Lord Buddha used to preach here. His preaching's were so strong that King Ashoka renounced war and embraced Buddhism.
Situated on the banks of the Daya river and at about eight kilometres from Bhubaneshwar, Dhauli is the place where the gory Kalinga war was fought in 261 B.C. Today, Dhauli doesn’t look gory at all. Instead, it is a picture of greenery, peace and serenity.
The Peace Pagoda built by the Japanese Buddhist Sangha stands tall on a hill and overlooks the entire Dhauli plain. This peace pagoda houses various statues of Lord Buddha and visually depicts stories of the Kalinga War and King Ashoka’s conversion to Buddhism.
Dhauli hill has major edicts of King Ashoka engraved on a mass of rock, by the side of the road leading to the summit of the hill.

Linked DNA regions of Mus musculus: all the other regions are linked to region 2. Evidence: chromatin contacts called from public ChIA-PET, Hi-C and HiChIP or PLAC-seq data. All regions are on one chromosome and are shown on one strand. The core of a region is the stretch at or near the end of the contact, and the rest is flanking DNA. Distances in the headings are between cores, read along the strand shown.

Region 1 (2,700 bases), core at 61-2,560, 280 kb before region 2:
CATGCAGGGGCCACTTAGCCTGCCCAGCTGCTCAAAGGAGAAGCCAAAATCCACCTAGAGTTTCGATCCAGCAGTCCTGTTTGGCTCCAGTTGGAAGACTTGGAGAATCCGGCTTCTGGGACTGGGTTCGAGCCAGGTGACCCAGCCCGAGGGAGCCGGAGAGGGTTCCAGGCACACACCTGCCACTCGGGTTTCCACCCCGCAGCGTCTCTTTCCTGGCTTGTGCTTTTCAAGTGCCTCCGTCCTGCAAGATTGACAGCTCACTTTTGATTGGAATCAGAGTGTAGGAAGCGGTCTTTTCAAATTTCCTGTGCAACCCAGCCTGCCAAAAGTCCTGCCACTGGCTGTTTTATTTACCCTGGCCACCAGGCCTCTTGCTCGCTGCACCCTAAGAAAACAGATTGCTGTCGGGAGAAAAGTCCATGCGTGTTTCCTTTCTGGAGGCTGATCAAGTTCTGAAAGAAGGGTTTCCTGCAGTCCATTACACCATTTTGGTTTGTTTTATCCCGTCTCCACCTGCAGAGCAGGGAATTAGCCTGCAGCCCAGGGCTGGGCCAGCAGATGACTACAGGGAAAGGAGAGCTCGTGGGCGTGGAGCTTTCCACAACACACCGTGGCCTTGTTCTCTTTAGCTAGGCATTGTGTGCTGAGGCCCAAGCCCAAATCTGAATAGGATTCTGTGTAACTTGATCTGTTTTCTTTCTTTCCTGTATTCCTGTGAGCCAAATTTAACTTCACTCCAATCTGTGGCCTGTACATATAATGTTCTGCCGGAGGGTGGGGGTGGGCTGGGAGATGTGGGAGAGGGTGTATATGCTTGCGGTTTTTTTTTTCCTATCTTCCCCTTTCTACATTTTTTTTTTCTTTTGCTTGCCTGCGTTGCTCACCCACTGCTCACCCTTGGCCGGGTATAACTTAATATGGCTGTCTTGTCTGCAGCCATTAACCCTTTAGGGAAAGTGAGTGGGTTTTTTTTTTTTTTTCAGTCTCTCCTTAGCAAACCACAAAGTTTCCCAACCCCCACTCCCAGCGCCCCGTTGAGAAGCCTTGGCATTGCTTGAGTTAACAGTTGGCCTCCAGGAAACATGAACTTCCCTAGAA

The Dhauli edicts are written in the Prakrit language using the Brahmi script. It is here that Emperor Ashoka declared his doctrine of paternalism, accepting all men as his children, urging his administrators at Toshali to work for the welfare of Kalinga.
One can also get excellent view of the plains of the Daya river where the Kalinga war was fought from the top of the Dhauli Hill. A lot of ‘speaking’ stone panels adorn the peace pagoda. These include the reclining Buddha, an elephant procession, the Bodhi tree, footprints of Buddha bearing the chakra (wheel), a sleeping beauty fanned by female attendants, procession on horse back, and Emperor Ashoka renouncing war by offering his sword to Lord Buddha at Dhaulagiri Hill.
Dhauli Hill and the Peace Pagoda let one get a glimpse of India’s and Buddhism’s history and also allows one to admire nature’s beauty here.